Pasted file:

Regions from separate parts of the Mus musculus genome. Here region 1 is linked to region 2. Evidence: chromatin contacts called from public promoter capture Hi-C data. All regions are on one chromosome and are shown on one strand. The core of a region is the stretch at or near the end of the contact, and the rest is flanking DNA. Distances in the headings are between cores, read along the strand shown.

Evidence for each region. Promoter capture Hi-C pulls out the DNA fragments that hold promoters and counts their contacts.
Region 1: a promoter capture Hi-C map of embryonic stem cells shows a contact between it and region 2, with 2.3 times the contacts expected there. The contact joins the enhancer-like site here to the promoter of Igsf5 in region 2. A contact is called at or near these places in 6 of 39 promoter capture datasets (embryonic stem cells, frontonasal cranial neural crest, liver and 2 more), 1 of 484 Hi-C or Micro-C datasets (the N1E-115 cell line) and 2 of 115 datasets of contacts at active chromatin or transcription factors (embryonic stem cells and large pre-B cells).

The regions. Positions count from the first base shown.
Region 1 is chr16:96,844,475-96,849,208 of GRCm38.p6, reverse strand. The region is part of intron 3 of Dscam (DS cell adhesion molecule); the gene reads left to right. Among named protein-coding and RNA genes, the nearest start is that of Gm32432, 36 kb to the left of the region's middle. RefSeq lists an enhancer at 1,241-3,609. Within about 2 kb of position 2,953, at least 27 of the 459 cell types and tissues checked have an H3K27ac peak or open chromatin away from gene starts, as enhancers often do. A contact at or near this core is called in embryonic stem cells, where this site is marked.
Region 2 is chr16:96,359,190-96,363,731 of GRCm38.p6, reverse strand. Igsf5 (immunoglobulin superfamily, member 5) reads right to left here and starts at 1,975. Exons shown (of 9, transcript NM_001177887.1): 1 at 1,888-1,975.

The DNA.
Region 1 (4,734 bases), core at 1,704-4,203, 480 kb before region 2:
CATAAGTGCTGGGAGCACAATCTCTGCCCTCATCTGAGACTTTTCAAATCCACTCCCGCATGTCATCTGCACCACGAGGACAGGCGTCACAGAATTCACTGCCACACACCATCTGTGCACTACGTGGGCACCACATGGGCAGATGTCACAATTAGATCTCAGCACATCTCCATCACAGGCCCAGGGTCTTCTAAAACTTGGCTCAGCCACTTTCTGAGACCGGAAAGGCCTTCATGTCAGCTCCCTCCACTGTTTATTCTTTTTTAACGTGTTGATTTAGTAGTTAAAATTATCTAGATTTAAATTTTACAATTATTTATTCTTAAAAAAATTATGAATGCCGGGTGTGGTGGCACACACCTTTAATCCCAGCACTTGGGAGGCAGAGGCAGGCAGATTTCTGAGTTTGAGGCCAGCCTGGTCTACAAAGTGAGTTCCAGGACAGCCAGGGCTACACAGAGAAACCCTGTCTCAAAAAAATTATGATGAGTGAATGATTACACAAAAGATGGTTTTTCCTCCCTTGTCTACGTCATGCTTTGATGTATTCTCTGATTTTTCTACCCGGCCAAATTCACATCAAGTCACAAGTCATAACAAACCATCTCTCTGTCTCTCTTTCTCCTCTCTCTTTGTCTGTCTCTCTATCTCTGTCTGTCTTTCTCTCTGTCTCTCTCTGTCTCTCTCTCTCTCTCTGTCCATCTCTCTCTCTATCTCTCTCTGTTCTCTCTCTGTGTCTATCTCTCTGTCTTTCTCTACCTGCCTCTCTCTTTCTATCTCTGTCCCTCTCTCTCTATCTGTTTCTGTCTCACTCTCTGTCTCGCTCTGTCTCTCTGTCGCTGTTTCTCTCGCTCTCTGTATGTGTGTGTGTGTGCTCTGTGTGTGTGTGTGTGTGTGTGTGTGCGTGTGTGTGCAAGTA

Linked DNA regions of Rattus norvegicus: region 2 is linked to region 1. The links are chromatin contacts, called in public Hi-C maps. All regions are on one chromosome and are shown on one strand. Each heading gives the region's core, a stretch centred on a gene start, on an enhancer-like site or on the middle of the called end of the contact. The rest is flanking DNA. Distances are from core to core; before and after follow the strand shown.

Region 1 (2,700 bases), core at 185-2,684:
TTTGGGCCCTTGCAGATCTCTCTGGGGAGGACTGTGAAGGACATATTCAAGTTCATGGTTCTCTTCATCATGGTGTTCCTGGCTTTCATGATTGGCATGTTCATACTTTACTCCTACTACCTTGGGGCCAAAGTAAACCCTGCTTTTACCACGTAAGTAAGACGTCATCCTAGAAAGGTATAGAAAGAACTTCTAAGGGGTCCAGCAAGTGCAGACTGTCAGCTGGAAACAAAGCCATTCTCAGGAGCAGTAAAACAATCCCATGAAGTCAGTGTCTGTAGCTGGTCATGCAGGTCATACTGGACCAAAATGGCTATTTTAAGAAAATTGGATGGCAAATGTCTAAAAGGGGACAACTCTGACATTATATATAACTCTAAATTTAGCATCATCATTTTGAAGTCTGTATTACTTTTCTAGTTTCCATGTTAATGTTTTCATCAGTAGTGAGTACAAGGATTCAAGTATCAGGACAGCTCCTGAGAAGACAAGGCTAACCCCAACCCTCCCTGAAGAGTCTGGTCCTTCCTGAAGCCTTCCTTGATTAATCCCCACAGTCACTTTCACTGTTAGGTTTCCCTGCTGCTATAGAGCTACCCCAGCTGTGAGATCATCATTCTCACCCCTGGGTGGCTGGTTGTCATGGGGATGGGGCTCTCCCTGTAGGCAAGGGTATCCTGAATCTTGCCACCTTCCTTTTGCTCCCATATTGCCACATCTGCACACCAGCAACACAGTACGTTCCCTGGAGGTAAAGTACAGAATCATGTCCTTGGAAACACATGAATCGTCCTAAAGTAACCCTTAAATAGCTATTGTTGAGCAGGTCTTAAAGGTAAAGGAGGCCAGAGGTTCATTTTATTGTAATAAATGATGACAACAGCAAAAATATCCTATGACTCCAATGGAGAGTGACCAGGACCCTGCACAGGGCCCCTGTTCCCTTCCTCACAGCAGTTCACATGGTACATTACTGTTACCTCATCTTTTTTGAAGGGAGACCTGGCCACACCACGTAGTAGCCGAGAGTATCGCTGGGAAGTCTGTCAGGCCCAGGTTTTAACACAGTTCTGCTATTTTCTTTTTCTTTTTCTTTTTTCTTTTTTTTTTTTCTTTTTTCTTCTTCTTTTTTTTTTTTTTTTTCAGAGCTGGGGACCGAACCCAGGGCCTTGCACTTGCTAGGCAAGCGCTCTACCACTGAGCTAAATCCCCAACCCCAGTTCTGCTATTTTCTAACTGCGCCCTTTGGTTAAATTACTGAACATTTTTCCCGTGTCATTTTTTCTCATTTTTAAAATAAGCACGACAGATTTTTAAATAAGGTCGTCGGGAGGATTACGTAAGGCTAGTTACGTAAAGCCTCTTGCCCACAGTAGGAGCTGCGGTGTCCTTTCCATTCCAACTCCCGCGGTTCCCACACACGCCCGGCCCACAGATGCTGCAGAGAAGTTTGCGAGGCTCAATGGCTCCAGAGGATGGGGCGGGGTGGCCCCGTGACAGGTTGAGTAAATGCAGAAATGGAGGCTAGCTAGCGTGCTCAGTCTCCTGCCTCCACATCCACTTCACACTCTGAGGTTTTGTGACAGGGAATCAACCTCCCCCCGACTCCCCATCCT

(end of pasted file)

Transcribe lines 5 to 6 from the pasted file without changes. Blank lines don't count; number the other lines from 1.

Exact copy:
Region 1 is chr16:96,844,475-96,849,208 of GRCm38.p6, reverse strand. The region is part of intron 3 of Dscam (DS cell adhesion molecule); the gene reads left to right. Among named protein-coding and RNA genes, the nearest start is that of Gm32432, 36 kb to the left of the region's middle. RefSeq lists an enhancer at 1,241-3,609. Within about 2 kb of position 2,953, at least 27 of the 459 cell types and tissues checked have an H3K27ac peak or open chromatin away from gene starts, as enhancers often do. A contact at or near this core is called in embryonic stem cells, where this site is marked.
Region 2 is chr16:96,359,190-96,363,731 of GRCm38.p6, reverse strand. Igsf5 (immunoglobulin superfamily, member 5) reads right to left here and starts at 1,975. Exons shown (of 9, transcript NM_001177887.1): 1 at 1,888-1,975.